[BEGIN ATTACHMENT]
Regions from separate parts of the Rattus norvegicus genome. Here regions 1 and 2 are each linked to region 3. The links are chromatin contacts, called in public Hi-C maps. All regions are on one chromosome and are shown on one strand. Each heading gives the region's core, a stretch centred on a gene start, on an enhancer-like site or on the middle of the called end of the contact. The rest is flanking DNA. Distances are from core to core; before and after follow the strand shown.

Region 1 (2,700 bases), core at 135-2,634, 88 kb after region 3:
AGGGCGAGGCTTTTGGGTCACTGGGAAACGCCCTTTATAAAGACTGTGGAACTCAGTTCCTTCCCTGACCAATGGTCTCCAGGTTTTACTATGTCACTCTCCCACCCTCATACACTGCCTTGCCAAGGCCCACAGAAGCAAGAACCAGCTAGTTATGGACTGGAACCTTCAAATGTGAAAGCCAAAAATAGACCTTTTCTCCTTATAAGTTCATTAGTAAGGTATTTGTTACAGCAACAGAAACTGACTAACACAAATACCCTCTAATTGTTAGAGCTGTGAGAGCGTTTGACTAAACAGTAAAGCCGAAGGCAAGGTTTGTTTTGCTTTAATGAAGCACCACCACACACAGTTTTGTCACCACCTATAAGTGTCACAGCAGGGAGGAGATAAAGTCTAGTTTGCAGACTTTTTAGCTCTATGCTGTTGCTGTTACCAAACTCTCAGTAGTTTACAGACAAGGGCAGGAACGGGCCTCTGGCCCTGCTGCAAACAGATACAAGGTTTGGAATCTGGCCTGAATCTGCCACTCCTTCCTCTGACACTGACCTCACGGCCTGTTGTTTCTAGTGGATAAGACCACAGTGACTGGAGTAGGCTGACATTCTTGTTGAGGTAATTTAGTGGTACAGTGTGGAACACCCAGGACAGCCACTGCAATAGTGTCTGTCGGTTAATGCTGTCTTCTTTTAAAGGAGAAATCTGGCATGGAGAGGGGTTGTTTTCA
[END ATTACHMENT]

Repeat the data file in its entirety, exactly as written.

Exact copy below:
Regions from separate parts of the Rattus norvegicus genome. Here regions 1 and 2 are each linked to region 3. The links are chromatin contacts, called in public Hi-C maps. All regions are on one chromosome and are shown on one strand. Each heading gives the region's core, a stretch centred on a gene start, on an enhancer-like site or on the middle of the called end of the contact. The rest is flanking DNA. Distances are from core to core; before and after follow the strand shown.

Region 1 (2,700 bases), core at 135-2,634, 88 kb after region 3:
AGGGCGAGGCTTTTGGGTCACTGGGAAACGCCCTTTATAAAGACTGTGGAACTCAGTTCCTTCCCTGACCAATGGTCTCCAGGTTTTACTATGTCACTCTCCCACCCTCATACACTGCCTTGCCAAGGCCCACAGAAGCAAGAACCAGCTAGTTATGGACTGGAACCTTCAAATGTGAAAGCCAAAAATAGACCTTTTCTCCTTATAAGTTCATTAGTAAGGTATTTGTTACAGCAACAGAAACTGACTAACACAAATACCCTCTAATTGTTAGAGCTGTGAGAGCGTTTGACTAAACAGTAAAGCCGAAGGCAAGGTTTGTTTTGCTTTAATGAAGCACCACCACACACAGTTTTGTCACCACCTATAAGTGTCACAGCAGGGAGGAGATAAAGTCTAGTTTGCAGACTTTTTAGCTCTATGCTGTTGCTGTTACCAAACTCTCAGTAGTTTACAGACAAGGGCAGGAACGGGCCTCTGGCCCTGCTGCAAACAGATACAAGGTTTGGAATCTGGCCTGAATCTGCCACTCCTTCCTCTGACACTGACCTCACGGCCTGTTGTTTCTAGTGGATAAGACCACAGTGACTGGAGTAGGCTGACATTCTTGTTGAGGTAATTTAGTGGTACAGTGTGGAACACCCAGGACAGCCACTGCAATAGTGTCTGTCGGTTAATGCTGTCTTCTTTTAAAGGAGAAATCTGGCATGGAGAGGGGTTGTTTTCA